There are other people in the [MSx] program who come from financial and consulting roles who felt like they didn’t need a refresher on those aspects of business. I ate it all up. It was all fun for me. The accounting class was fun for me. The finance class was fun. The operations class was fun for me. I’d never seen that stuff before. They really have, I think, given me a well-rounded understanding of what businesses, nonprofits, and governments do. My understanding of how these institutions moved in the world is now more informed.

What’s an example?

One is that I think people in pure software businesses have some blinders about the way that the cost structure of the company breaks down. Because when you’re delivering software, there isn’t a cost of goods sold per se for each piece of software that you sell. We mostly don’t have to worry about inventory management or need tons of capital to get started. So really spending time looking at financial statements has made me more appreciative of how the world works. It’s given me some insight into the way that the CEO thinks, which I really wish I’d known 10 years ago.

Are you interested in a CEO role?

I’m looking to move toward bigger roles for sure. I would love to start a company or join a startup in a particular role. Being able to think like a CEO will really help me in those roles, whether I’m the CEO or not.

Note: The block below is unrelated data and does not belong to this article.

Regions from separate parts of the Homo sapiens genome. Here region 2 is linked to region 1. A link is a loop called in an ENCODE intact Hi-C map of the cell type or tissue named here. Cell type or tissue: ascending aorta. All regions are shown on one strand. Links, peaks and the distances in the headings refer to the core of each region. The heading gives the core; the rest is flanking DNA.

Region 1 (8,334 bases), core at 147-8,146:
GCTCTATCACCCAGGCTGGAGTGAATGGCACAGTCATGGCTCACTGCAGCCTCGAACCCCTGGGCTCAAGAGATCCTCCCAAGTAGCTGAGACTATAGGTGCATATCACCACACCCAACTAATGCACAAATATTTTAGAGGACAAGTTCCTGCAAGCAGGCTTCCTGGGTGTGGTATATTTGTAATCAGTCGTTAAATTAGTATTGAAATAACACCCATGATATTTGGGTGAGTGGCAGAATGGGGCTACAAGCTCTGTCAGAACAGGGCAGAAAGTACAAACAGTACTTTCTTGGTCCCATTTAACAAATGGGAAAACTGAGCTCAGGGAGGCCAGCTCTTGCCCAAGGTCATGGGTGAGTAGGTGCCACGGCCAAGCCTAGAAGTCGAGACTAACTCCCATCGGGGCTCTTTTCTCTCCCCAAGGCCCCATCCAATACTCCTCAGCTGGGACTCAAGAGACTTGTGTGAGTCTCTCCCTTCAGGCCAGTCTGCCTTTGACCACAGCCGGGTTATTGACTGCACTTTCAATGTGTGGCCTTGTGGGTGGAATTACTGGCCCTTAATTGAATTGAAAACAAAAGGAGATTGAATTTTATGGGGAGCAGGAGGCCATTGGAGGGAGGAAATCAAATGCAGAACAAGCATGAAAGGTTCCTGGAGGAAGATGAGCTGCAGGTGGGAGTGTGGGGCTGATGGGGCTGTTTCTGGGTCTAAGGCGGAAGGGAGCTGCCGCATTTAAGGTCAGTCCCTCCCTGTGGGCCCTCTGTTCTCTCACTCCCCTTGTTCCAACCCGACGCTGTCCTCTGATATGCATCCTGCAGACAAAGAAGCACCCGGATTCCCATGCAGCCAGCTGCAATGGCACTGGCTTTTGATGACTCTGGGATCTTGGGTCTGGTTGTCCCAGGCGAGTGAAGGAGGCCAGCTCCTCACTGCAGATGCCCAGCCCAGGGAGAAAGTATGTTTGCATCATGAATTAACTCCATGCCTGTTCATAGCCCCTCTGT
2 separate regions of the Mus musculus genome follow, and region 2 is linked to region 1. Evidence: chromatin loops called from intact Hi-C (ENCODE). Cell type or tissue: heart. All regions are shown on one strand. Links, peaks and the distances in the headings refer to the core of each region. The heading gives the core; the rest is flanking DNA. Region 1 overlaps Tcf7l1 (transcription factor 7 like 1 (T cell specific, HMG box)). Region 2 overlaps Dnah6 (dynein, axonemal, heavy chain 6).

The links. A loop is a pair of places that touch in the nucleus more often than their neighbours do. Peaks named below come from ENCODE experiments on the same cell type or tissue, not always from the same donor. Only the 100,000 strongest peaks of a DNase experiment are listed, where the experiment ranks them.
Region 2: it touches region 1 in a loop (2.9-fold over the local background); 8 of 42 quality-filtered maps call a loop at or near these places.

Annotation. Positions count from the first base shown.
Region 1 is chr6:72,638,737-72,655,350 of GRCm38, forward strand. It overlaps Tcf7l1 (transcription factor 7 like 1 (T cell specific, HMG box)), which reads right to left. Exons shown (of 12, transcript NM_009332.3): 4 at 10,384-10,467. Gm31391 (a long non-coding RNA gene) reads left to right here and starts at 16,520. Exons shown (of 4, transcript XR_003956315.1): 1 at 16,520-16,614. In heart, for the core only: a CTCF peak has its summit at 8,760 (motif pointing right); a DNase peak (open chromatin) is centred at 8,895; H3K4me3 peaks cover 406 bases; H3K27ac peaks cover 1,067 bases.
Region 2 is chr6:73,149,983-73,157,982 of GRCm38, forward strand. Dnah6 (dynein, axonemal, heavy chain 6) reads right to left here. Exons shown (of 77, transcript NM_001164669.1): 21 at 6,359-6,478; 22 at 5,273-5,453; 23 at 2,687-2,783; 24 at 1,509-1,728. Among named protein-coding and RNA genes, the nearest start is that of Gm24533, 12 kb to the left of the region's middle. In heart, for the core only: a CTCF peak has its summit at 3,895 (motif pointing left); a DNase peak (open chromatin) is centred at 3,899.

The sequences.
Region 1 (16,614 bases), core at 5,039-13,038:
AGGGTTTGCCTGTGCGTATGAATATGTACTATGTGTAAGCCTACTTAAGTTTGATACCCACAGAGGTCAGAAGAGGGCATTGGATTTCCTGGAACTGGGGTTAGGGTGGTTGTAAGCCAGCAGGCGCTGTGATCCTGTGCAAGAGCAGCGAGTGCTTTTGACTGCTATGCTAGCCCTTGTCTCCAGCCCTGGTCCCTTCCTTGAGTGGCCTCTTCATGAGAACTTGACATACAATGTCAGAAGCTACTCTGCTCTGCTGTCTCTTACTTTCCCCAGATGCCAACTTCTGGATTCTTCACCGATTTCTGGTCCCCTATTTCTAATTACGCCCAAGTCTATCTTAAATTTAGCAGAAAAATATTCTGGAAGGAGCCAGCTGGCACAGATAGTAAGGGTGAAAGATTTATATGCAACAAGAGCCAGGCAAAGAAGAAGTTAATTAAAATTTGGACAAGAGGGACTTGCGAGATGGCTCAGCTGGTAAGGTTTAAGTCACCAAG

You recently became an executive advisor for a relationship mentoring app called Meeno. What is that all about?

The idea behind Meeno is to help use technology specifically to cure loneliness. In 2023, the U.S. Surgeon General released a report showing that the majority of adults feel lonely. If you believe that social connection is a skill that can be developed, there should be ways to help people develop those skills. And so that’s what Meeno is trying to do.

How does this mentoring happen?

It happens through chat. It feels like you’re talking to somebody. Something I think is very important about Meeno is that it is an AI and it never pretends that it’s not an AI. I’m concerned that in one possible near future scenario, AI begins replacing human relationships. But at Meeno, we really want AI to help people apply and build relationships in the real world and to help people form those relationships instead of replacing them.

Meeno is kind of a symbol of the world that I want to be living in in five or 10 years. When AI has realized more of its potential, I hope a lot of that potential is used to bring people together in the real world instead of locking people into their own little boats. That’s what I want the world to look like.

Photos by Elena Zhukova

Raph Lee
Raph Lee
MS ’24
Acton, Massachusetts, USA
BA, Brown University
Professional Experience
Engineering manager, AirBnb
Vice president of engineering, Lob
Cofounder, U.S. Digital Response
Current Profile